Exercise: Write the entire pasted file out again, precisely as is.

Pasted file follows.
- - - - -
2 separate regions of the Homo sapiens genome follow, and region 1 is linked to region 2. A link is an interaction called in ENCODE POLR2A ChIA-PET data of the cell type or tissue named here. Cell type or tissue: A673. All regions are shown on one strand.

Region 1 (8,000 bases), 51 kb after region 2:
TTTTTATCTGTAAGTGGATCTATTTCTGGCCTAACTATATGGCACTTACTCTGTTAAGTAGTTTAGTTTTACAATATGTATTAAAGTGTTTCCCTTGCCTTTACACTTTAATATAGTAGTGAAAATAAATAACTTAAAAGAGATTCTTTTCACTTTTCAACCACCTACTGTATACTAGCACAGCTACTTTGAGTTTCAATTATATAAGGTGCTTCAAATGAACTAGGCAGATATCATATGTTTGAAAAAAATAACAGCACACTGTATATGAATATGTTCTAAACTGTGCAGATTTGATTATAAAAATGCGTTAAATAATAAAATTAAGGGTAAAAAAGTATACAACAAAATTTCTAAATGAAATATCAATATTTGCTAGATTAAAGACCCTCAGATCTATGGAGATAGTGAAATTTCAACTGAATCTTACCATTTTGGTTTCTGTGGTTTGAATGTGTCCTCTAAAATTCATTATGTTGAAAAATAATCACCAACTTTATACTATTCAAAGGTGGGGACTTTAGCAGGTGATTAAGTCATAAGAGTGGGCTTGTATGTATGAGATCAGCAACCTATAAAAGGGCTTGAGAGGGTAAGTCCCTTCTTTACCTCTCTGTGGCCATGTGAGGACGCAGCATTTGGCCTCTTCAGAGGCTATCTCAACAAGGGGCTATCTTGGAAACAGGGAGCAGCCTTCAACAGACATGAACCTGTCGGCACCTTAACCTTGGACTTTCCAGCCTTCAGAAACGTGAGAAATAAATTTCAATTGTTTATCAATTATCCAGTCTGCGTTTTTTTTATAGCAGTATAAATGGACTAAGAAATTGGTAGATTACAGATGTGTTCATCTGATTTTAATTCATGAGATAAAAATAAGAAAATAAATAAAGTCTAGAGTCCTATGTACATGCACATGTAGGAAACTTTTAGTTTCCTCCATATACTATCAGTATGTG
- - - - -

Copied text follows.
2 separate regions of the Homo sapiens genome follow, and region 1 is linked to region 2. A link is an interaction called in ENCODE POLR2A ChIA-PET data of the cell type or tissue named here. Cell type or tissue: A673. All regions are shown on one strand.

Region 1 (8,000 bases), 51 kb after region 2:
TTTTTATCTGTAAGTGGATCTATTTCTGGCCTAACTATATGGCACTTACTCTGTTAAGTAGTTTAGTTTTACAATATGTATTAAAGTGTTTCCCTTGCCTTTACACTTTAATATAGTAGTGAAAATAAATAACTTAAAAGAGATTCTTTTCACTTTTCAACCACCTACTGTATACTAGCACAGCTACTTTGAGTTTCAATTATATAAGGTGCTTCAAATGAACTAGGCAGATATCATATGTTTGAAAAAAATAACAGCACACTGTATATGAATATGTTCTAAACTGTGCAGATTTGATTATAAAAATGCGTTAAATAATAAAATTAAGGGTAAAAAAGTATACAACAAAATTTCTAAATGAAATATCAATATTTGCTAGATTAAAGACCCTCAGATCTATGGAGATAGTGAAATTTCAACTGAATCTTACCATTTTGGTTTCTGTGGTTTGAATGTGTCCTCTAAAATTCATTATGTTGAAAAATAATCACCAACTTTATACTATTCAAAGGTGGGGACTTTAGCAGGTGATTAAGTCATAAGAGTGGGCTTGTATGTATGAGATCAGCAACCTATAAAAGGGCTTGAGAGGGTAAGTCCCTTCTTTACCTCTCTGTGGCCATGTGAGGACGCAGCATTTGGCCTCTTCAGAGGCTATCTCAACAAGGGGCTATCTTGGAAACAGGGAGCAGCCTTCAACAGACATGAACCTGTCGGCACCTTAACCTTGGACTTTCCAGCCTTCAGAAACGTGAGAAATAAATTTCAATTGTTTATCAATTATCCAGTCTGCGTTTTTTTTATAGCAGTATAAATGGACTAAGAAATTGGTAGATTACAGATGTGTTCATCTGATTTTAATTCATGAGATAAAAATAAGAAAATAAATAAAGTCTAGAGTCCTATGTACATGCACATGTAGGAAACTTTTAGTTTCCTCCATATACTATCAGTATGTG